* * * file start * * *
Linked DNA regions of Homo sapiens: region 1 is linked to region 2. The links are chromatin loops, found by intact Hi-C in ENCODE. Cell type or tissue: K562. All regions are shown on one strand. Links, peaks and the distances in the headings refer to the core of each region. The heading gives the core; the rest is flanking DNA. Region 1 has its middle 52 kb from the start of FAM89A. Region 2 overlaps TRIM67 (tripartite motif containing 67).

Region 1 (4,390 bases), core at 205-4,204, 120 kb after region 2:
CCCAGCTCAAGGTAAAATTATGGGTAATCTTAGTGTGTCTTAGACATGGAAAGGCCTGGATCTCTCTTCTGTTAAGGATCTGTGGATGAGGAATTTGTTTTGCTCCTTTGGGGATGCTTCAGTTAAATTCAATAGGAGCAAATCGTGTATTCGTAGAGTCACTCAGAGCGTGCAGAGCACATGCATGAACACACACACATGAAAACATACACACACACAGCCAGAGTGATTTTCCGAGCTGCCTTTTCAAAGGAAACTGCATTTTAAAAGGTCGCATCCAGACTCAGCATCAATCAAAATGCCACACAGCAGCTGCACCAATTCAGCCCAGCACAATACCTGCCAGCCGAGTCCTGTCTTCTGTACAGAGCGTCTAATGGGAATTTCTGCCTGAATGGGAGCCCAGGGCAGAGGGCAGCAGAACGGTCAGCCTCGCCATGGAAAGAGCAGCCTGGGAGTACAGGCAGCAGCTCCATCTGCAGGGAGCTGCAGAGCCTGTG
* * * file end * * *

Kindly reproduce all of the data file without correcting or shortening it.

Linked DNA regions of Homo sapiens: region 1 is linked to region 2. The links are chromatin loops, found by intact Hi-C in ENCODE. Cell type or tissue: K562. All regions are shown on one strand. Links, peaks and the distances in the headings refer to the core of each region. The heading gives the core; the rest is flanking DNA. Region 1 has its middle 52 kb from the start of FAM89A. Region 2 overlaps TRIM67 (tripartite motif containing 67).

Region 1 (4,390 bases), core at 205-4,204, 120 kb after region 2:
CCCAGCTCAAGGTAAAATTATGGGTAATCTTAGTGTGTCTTAGACATGGAAAGGCCTGGATCTCTCTTCTGTTAAGGATCTGTGGATGAGGAATTTGTTTTGCTCCTTTGGGGATGCTTCAGTTAAATTCAATAGGAGCAAATCGTGTATTCGTAGAGTCACTCAGAGCGTGCAGAGCACATGCATGAACACACACACATGAAAACATACACACACACAGCCAGAGTGATTTTCCGAGCTGCCTTTTCAAAGGAAACTGCATTTTAAAAGGTCGCATCCAGACTCAGCATCAATCAAAATGCCACACAGCAGCTGCACCAATTCAGCCCAGCACAATACCTGCCAGCCGAGTCCTGTCTTCTGTACAGAGCGTCTAATGGGAATTTCTGCCTGAATGGGAGCCCAGGGCAGAGGGCAGCAGAACGGTCAGCCTCGCCATGGAAAGAGCAGCCTGGGAGTACAGGCAGCAGCTCCATCTGCAGGGAGCTGCAGAGCCTGTG